Work Life Balance

The third finding was that greater levels of work life balance lead to more time in FLOW at work. Work life balance was measured as - feeling as thought you are meeting expectations in each aspect of your life. the more in control they felt in both parts of their life the better they performed in the work place.

What to do next?

As a leader in HR what do you do with this information?

  1. Understand that work pressure is critical for peoples performance and growth. You must stretch your team and give them work that pushes them to evolve. A common trap I see leaders fall into is that they have the ‘go to person in their team’, you know the one that always gets things done and delivers on time. What do they get? The interesting projects, the important work that pushes them. However the rest of the team gets business as usual projects, that doesn’t push them and help them grow. Then they complain about the capability gap in your team, that they are perpetuating by the way. Look at each member of the team are you giving them development projects or simply business as usual?
  2. How the individuals in your team perceive pressure will determine if this pressure propels them into a high performance state or deep into stress. Therefore training the team around shifting mindsets and giving them tools to evolve their perception of pressure is essential.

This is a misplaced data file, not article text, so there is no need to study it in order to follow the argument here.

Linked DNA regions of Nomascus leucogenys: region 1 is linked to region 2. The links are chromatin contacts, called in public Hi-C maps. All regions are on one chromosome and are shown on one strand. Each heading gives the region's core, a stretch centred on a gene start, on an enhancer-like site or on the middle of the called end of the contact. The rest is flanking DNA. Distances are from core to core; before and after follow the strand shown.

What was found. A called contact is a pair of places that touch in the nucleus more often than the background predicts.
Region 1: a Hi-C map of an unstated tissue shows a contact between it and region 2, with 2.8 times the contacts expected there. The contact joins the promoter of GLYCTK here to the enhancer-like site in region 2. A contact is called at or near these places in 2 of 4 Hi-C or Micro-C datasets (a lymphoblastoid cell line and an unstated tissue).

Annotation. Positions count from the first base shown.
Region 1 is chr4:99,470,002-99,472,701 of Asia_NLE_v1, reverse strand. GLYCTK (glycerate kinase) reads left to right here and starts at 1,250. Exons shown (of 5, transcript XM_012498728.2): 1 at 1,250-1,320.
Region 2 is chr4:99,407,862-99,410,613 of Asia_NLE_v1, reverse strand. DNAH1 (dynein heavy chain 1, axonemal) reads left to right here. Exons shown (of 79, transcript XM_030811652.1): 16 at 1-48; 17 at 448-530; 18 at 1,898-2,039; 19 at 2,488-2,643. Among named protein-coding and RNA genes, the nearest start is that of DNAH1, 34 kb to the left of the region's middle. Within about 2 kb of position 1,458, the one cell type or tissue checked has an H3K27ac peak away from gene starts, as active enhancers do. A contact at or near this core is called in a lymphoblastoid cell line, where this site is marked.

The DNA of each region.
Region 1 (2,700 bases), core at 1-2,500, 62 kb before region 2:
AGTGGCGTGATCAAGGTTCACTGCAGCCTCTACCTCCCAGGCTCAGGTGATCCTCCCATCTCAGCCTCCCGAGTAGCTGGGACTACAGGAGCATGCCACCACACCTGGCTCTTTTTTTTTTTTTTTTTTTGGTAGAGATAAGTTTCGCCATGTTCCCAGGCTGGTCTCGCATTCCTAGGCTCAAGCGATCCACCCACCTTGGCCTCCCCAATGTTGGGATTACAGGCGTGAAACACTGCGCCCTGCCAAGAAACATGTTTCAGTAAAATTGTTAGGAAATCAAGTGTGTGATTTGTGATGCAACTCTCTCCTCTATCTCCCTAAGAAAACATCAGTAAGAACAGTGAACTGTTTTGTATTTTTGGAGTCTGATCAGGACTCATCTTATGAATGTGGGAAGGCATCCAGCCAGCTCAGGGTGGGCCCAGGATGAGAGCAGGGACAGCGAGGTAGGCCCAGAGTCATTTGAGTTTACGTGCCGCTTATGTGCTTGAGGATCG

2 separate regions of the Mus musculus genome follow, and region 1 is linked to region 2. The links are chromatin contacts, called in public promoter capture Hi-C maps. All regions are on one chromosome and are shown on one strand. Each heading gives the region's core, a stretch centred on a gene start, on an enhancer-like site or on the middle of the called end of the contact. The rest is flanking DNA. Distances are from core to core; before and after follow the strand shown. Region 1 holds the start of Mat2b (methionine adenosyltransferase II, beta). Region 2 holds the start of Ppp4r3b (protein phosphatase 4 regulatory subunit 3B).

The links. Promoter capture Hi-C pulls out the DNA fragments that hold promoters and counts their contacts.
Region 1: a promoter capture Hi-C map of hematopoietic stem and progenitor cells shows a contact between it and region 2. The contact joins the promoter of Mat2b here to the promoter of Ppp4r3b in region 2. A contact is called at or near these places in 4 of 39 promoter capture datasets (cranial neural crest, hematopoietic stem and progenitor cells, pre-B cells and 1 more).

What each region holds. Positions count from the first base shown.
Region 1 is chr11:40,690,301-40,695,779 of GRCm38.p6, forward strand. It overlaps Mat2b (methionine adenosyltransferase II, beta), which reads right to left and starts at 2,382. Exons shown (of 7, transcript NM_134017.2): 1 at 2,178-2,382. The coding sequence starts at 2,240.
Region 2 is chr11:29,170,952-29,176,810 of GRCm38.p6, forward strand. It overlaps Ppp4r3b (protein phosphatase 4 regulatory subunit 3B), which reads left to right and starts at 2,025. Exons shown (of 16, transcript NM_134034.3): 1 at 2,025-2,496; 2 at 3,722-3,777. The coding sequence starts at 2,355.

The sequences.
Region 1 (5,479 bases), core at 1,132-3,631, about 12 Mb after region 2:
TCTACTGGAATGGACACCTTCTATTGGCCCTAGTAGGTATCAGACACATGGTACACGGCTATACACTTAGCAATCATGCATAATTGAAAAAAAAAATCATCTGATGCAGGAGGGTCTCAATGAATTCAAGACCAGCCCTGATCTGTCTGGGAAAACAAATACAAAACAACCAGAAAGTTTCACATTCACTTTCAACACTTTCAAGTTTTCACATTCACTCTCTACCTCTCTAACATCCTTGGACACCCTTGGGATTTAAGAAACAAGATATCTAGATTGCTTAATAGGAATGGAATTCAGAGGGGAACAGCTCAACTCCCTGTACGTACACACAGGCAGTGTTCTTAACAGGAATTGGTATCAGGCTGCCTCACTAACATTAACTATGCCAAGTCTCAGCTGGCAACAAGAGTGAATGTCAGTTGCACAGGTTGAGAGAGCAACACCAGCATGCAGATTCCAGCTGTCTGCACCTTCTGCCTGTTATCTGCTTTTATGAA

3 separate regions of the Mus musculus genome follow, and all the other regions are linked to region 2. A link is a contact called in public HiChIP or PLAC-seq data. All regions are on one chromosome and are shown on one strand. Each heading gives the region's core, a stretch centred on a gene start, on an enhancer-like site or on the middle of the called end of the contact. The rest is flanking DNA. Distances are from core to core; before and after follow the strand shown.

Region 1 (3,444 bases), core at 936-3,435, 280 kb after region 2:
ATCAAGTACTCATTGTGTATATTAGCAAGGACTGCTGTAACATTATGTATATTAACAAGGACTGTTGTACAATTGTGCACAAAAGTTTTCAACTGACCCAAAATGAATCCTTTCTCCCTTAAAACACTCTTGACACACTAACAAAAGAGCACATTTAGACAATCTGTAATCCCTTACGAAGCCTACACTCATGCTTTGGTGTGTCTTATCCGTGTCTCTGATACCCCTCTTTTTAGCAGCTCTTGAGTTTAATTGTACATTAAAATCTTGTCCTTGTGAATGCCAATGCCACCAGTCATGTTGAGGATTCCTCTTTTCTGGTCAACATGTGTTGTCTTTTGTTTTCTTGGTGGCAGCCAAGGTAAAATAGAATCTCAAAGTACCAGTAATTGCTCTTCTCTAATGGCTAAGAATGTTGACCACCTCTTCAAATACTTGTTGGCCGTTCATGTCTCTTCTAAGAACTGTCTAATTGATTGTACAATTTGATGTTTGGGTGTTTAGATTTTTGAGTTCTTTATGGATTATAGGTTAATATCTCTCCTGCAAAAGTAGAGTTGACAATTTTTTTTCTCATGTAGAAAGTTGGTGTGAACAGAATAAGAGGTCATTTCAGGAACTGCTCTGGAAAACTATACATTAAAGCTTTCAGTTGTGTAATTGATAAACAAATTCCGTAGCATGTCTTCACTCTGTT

3. Set up the environment in the team and your leadership so that they feel safe is a critical step. When HR professionals felt that they had support from their team and their leader this feeling of safety helped them get into FLOW.

Realise that interruptions drive up peoples stress levels. If you want them to grow, do good work and be ‘strategic’ you have to loosen up on the way you let them work. Let them work from home, let them leave the office to nail a project. Also as an internal culture can you ensure that you respect peoples mental space, do you have to interrupt them right now? Can it wait, can you save up a number of interruptions so you just interrupt them once?

Finally take an interest in how happy they are outside of work. When your team members feel like they are meeting expectations at home they get more FLOW at work. This new research supports our previous research around the Third Space. 

For further information on Adam Fraser or to enquire about making a booking for your next conference or event please contact the friendly ODE team

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How To Survive The HR Rollercoaster